A Conversation with Tyler Perry
Several years ago I saw Martin Lawrence in Big Momma's House and Eddie Murphy in The Klumps, the sequel to The Nutty Professor. At the time I was doing an old-man character and decided I wanted to do an elderly female character as well. That's where the idea was born. I based Madea on my mother and my aunt. In fact Madea is the PG version of my mother and my aunt. Their real ratings would be NC-17.
What's the void that Madea fills in the African-American community? Why has she struck such a chord with so many people?
When I was growing up, and for generations before, you could find Madea on every corner in every neighborhood. She used to be everywhere. Now she's close to being extinct. Grandmothers today are much younger and great-grandmothers are in their early forties. We've all heard the saying, "It takes a village to raise a child." Well, to be a Madea you have to be past sixty and the head of the villagethe neighborhoodthat raises the child. She's the grandmother everybody can relate to. Almost everybody knows a Madea. You know someone like this woman. If you don't, I feel sorry for you. She is the protector of all things family, of all things good.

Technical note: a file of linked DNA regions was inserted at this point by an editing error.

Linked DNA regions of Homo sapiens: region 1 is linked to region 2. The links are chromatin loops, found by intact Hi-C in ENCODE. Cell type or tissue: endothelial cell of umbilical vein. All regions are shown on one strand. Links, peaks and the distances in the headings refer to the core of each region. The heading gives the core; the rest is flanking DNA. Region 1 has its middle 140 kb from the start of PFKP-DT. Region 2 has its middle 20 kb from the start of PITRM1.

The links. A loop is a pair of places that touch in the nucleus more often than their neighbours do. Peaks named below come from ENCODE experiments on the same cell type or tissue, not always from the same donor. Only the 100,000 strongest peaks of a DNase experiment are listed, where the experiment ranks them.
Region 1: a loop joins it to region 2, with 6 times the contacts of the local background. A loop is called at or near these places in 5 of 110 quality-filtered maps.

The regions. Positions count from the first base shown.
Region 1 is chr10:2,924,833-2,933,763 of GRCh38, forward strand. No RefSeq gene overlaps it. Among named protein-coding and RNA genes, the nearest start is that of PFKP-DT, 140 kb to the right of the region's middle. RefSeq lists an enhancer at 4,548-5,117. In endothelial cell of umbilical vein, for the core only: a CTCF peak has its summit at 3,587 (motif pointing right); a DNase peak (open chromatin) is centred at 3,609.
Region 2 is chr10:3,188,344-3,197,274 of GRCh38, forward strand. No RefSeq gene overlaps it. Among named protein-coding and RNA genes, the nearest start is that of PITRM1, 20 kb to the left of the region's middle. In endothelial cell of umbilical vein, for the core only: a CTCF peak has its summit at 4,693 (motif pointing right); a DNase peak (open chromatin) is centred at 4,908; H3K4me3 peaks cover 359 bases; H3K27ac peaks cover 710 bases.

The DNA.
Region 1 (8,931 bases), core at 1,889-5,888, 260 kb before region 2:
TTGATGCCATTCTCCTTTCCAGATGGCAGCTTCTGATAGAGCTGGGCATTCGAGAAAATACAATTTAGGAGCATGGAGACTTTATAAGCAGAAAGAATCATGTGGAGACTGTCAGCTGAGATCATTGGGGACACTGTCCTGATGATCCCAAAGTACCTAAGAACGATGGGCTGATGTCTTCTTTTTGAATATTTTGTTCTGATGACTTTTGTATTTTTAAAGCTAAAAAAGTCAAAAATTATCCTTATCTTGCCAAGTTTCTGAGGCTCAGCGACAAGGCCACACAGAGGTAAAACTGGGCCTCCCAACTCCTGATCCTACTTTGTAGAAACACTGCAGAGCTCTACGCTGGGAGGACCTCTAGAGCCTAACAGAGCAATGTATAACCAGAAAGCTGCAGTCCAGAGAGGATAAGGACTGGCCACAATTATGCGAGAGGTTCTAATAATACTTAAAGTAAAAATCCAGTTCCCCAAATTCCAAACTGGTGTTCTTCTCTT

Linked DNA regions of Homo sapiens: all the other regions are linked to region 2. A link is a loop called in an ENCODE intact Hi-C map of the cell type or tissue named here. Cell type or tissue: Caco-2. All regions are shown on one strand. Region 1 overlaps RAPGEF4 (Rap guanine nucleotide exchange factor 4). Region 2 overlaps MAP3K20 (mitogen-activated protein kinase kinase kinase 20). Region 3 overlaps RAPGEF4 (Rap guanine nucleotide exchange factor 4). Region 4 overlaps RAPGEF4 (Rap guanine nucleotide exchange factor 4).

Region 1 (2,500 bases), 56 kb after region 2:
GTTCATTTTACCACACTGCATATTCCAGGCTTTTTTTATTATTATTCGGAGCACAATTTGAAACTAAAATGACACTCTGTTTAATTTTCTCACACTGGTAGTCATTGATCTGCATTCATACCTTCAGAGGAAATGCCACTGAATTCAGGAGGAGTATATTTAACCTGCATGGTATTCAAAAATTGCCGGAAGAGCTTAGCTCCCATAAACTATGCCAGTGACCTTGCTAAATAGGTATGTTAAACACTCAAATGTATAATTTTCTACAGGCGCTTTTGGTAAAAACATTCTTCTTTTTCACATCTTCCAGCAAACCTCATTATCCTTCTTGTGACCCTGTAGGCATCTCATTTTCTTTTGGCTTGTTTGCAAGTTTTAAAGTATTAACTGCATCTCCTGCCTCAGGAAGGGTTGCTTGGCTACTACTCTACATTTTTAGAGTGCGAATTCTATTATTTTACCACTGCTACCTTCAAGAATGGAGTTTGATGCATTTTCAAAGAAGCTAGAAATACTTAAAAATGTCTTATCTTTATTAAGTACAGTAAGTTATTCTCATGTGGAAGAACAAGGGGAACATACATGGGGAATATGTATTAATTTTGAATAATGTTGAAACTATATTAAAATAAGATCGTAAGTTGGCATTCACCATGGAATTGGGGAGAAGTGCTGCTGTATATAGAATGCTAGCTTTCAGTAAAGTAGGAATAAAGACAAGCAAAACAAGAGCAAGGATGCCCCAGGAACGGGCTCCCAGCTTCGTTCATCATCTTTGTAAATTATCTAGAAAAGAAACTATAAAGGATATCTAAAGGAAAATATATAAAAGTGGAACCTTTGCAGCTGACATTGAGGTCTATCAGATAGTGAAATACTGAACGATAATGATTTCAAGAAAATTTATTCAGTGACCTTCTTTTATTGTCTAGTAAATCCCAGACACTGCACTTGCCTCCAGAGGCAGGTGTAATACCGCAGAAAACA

How has Madea evolved over the years since you first created her?
She has become wiser. As I go through life lessons, they're transferred onto her. She has also become a little gentler in her approach.
How did you come up with DON'T MAKE A BLACK WOMAN TAKE OFF HER EARRINGS as the title of this book?
If a black woman gets upset, the first thing she does when she's about to freak out completely is take off her earrings. I thought it was such a perfect gesture . . .the best weapon of defense. If you see that happen, watch outyou know you're in trouble.
When did you first connect with the Madea in you?
I don't know if I've ever connected with the Madea in me. I don't know if there is one. The connection is more one of realizing I could play this character and, if anything, imitate my mother and my aunt. Madea is not from me; she just comes through me. She uses my body.
How has Madea changed you?
A lot of times, in the course of an ad-lib some great wisdom will fall out and I'll say "Wow, where did that come from?" I'll hear Madea say things and think, "That makes a lot of sense, I should apply it to my life."